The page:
The Los Angeles City Council was quick to vote to boycott Arizona because of its new immigration law.
The Arizona law will encourage racial profiling, huffed the council’s Resolution.
It’s like Nazi Germany and the beginning of the Holocaust, puffed Council members.
“As an American, I cannot go to Arizona today without a passport,” exaggerated Councilman Ed Reyes. “If I come across an officer who’s having a bad day and feels that the picture on my ID is not me, I can be . . . deported, no questions asked. That is not American.”
“The fact is, if we chose to ignore what happened in the South in the 60s, we’d still have the kind of discriminatory laws that were being proposed back then, said Reyes.
But then reality set in. If Los Angeles were to do everything possible to address the Arizona law, it could face some real hardships–like the loss of some airline service, power shortages, and even the city’s beloved red light cameras.
So, in order not to let principle get in the way of business, Councilman Reyes assured everyone that Los Angeles’ strongly held convictions about the Arizona law only went so far; or as Hugh Hewitt noted, “The city leaders did not, however, declare their desire for the Lakers to forfeit games scheduled in the series with the [Phoenix] Suns. There’s a limit to the posers’ enthusiasms for their ‘convictions.'”
“We’re being very methodical,” Reyes said. “We’re not going to be wreckless [sic] here. We want to evaluate the legal impacts.”
“We must say stop . . . this is a law that we think is wrong. It’s going in the wrong direction,” Councilwoman Janice Hahn said, before adding that it would be “impractical” to cancel most of the $52 million in contracts various city entities have with Arizona and that maybe $7 or $8 million in cuts could be found.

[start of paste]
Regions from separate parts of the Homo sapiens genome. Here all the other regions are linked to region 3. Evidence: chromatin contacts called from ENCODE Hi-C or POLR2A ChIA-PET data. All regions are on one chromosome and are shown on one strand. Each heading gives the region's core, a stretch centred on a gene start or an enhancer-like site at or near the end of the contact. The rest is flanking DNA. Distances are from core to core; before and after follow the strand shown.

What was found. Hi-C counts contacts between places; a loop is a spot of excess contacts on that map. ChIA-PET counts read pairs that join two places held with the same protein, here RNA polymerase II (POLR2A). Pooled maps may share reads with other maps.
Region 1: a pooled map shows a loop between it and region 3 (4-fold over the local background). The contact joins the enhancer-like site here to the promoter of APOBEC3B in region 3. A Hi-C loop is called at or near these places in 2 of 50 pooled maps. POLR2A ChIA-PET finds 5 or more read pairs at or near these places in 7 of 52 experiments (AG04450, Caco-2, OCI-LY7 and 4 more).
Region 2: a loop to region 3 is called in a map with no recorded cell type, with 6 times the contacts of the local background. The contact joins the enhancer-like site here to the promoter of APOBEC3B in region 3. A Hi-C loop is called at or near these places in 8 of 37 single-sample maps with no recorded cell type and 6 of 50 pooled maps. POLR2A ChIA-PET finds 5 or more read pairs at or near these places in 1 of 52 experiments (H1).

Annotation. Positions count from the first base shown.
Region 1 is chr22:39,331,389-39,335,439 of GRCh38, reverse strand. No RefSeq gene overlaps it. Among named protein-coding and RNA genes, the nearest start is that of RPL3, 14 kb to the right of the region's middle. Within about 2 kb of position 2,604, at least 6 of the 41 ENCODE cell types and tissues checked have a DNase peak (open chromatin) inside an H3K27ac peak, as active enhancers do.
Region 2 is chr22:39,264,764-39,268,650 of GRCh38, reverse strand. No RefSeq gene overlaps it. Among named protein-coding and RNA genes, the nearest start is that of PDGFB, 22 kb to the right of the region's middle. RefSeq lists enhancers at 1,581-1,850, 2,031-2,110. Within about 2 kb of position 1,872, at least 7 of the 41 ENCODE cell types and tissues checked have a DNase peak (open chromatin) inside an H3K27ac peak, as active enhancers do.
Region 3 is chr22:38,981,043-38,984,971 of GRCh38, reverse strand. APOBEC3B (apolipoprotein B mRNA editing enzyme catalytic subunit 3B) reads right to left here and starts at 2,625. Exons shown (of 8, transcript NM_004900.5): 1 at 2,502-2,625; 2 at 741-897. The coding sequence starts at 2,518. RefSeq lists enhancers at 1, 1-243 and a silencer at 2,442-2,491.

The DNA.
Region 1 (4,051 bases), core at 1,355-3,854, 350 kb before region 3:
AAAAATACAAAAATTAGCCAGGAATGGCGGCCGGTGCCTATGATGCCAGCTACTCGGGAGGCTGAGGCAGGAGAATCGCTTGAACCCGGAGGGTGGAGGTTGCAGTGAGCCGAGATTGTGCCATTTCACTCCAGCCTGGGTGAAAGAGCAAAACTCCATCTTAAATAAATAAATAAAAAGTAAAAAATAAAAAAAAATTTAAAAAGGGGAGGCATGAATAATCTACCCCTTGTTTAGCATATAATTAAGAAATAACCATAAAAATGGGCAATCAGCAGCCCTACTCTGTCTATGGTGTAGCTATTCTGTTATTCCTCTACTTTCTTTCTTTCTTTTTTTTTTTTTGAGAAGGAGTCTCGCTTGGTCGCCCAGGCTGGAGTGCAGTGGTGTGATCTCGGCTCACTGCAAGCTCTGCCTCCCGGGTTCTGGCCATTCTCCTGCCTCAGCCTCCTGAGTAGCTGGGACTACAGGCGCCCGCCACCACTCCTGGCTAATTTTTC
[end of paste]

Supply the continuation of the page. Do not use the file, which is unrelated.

So, the bottom line is that in spite of charges of segregation, racial profiling, Nazism, a new holocaust, and the arbitrary arrest and deportation of American citizens, the Los Angeles City Council was willing to cancel a measly 15 percent of its contracts with Arizona.
And then several weeks later came an “oops” minute.
“Oops,” someone apparently said when the council members realized that they had voted to cancel the contract for red light cameras, which must be one of their favorite programs.
So, the council voted to exempt the Arizona company that provides the red light cameras from the boycott even though, according to council members, terrible things were going to happen in Arizona unless they boycotted Arizona.
If the Arizona law is really as bad as Los Angeles City politicians say it is, why aren’t they willing to cancel all of the city’s contracts with Arizona? After all, if this is about the noble principles they say it is then they should be willing to sacrifice electricity for their homes, airplanes at the gate, and even red light cameras in order to send a strong message to Arizona and the rest of the nation.
When all is said and done, this appears to be more about political posturing than about standing up for deeply held convictions and being willing to sacrifice for what one really believes in.